Recovering from a Disaster

Recovering from a disaster can be an overwhelming process and a lot of people do not know what to do when disaster strikes.  Your primary concern is the safety of you and your family. Then, if and when assistance is available, knowing how to access it makes the process faster and less stressful. This page offers some general advice on steps to take after a disaster in order to begin getting your home, your community and your life back to normal.

Have damages following a disaster? Contact your local emergency manager.

  • Letting your local officials know of any damages you may have and what immediate assistance you may need will begin the process of getting the right resources out to you. 
  • Local officials and voluntary organization such as The Red Cross or Texas Baptist Men are options for immediate needs such as food and shelter or clean up assistance at your home.

Do you have insurance? Contact your insurance agent to file a claim.

  • Make sure to document all your damages. Take photos and make lists of all damages done before you clean up. 
  • Save all your receipts for post-damage repair and clean up. There are some categories for receipts available for insurance claims:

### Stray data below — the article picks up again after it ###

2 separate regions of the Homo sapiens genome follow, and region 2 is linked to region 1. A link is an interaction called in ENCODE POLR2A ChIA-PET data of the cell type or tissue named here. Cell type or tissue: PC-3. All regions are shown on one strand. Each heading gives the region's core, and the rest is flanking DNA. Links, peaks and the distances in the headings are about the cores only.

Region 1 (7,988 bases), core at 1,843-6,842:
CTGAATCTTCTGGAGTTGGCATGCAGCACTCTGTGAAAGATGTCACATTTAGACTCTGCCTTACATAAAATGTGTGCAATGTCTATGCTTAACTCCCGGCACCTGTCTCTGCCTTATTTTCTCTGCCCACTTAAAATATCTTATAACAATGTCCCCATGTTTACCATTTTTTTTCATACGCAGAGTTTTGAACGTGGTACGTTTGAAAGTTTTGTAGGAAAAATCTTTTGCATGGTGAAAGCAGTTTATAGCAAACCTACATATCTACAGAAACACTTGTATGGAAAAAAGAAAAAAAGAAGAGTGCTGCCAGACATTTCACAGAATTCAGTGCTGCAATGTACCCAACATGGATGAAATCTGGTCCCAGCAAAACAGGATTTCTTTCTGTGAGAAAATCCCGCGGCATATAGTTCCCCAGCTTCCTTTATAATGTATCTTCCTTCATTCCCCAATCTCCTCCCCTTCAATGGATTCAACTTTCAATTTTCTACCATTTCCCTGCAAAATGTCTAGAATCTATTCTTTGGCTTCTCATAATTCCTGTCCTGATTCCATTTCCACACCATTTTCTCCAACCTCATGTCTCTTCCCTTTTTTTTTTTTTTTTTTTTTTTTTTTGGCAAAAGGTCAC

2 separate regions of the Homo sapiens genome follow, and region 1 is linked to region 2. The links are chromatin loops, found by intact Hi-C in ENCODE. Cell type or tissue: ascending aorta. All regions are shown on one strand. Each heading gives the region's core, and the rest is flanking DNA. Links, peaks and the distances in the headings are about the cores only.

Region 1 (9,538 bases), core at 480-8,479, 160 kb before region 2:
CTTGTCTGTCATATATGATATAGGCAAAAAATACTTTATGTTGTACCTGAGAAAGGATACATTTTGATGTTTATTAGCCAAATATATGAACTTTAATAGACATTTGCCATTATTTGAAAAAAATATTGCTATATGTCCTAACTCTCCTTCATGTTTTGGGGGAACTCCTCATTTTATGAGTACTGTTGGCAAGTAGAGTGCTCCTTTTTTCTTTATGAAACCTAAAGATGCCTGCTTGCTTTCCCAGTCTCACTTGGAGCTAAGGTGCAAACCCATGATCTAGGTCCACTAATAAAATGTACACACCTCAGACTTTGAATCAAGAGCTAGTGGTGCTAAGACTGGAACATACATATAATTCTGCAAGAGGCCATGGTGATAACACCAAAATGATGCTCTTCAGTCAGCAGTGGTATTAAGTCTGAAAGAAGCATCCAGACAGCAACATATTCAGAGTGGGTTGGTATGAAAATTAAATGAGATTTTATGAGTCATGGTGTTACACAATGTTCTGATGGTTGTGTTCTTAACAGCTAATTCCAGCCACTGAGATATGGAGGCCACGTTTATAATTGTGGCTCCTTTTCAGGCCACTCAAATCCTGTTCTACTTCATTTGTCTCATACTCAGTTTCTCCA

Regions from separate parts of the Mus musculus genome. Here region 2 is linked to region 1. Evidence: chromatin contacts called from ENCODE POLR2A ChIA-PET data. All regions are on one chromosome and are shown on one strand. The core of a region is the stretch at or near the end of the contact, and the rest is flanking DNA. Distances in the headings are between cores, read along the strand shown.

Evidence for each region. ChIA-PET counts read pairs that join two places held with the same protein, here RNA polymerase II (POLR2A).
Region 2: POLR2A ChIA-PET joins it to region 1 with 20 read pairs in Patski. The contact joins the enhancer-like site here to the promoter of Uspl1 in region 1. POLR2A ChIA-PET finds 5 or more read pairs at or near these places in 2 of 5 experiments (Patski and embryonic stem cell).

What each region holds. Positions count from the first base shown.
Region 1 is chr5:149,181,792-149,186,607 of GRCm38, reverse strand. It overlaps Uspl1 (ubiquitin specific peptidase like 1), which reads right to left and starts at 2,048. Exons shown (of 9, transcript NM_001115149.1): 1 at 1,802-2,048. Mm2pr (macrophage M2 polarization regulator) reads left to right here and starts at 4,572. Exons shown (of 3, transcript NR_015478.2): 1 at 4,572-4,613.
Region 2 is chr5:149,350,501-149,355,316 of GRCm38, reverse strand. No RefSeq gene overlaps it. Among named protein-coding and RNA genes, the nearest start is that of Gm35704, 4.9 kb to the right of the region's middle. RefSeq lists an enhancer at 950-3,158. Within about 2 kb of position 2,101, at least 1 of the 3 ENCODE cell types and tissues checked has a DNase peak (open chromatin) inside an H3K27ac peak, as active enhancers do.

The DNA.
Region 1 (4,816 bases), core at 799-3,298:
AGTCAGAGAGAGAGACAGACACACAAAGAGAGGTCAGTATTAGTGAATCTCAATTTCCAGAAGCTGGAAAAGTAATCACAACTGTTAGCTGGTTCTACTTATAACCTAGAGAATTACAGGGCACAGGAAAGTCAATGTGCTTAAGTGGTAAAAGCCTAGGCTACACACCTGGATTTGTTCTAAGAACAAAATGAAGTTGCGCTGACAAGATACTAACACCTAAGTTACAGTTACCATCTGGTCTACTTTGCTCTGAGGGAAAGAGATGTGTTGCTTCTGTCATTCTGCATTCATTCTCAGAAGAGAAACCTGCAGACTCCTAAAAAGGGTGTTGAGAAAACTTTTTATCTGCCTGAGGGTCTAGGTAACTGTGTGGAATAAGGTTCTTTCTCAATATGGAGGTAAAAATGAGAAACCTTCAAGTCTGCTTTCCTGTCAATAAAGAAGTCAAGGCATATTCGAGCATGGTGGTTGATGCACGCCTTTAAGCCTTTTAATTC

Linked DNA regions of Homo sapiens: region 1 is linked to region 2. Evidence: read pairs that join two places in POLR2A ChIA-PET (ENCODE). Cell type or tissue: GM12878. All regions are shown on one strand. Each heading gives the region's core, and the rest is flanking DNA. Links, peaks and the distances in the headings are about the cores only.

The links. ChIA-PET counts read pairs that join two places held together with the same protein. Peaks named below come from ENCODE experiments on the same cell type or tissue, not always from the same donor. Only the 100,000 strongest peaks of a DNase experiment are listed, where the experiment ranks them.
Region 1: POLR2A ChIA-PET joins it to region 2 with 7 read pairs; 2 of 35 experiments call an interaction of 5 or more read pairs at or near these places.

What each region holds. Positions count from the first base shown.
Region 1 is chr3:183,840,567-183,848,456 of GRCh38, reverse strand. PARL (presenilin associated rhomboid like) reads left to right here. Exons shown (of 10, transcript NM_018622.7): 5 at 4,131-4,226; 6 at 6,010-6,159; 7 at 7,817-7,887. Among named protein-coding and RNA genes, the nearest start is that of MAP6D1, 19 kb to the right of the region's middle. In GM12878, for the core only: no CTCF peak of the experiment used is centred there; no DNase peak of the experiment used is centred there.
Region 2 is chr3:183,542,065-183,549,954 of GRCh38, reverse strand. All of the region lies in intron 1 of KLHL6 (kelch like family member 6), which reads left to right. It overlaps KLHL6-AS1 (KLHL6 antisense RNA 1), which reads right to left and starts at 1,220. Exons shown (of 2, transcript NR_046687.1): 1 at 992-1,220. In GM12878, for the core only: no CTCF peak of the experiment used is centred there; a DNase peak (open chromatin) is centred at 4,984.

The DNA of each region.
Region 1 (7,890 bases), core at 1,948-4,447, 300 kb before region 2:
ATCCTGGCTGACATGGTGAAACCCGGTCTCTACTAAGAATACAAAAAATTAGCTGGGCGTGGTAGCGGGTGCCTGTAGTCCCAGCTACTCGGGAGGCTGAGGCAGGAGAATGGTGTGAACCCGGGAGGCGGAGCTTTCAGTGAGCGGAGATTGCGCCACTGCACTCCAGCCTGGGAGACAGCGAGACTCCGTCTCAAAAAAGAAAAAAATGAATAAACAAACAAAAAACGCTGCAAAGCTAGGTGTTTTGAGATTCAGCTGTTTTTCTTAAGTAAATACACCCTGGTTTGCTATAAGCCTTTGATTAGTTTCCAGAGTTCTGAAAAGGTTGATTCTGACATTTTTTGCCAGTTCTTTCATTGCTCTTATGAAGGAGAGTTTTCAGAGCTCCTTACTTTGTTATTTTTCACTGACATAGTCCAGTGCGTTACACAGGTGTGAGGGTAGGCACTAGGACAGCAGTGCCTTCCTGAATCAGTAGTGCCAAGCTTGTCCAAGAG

• Valuable Electronics
    • Appliances
    • Jewelry
    • Furniture
    • Sports or hobby equipment
    • Significant home improvements

Please follow up with your insurance company about more information on saving receipts. 

  • Flood insurance may be separate from your homeowner's insurance. This is because some insurance companies do not feel the need to force extra coverage on a homeowner who do not live in a high flood area. If you live in a floodplain area, contact your insurance company for more information on flood insurance.  

Insurance Picture

Hazard Vs. Risk

Safety issues created by a disaster.

  • There are some safety precautions you should take following a disaster. Be aware of hazards that could have been created by the disaster. Watch for damaged electrical wiring and slippery floors, broken glass, gas leaks, contaminated water, contaminated buildings and washed-out roads. 
  • If you have any doubts about safety, have your residence inspected by a qualified building inspector or structural engineer before entering. Inform local authorities about any health and safety issues.
  • Do not enter your damaged home if: 
    • You smell gas.
    • Floodwaters remain around the building.
    • Authorities have not declared it safe to enter. 
  • Safety is your first priority. If you notice a hazard, do not go near it and call your local authorities. 

Recovery from a disaster is a gradual process, take care of yourself and family

  • If you are returning home after a disaster, know it can be both mentally and physically challenging. You may be anxious to see your property, but do not return home before local officials say it is safe to return.
  • Administer first aid and seek medical attention for any injured person following a disaster. 
  • Check for injuries. Do not attempt to move seriously injured persons unless they are in immediate danger of death of further injury. If you must move an unconscious person, first stabilize the neck and back, then call for help immediately.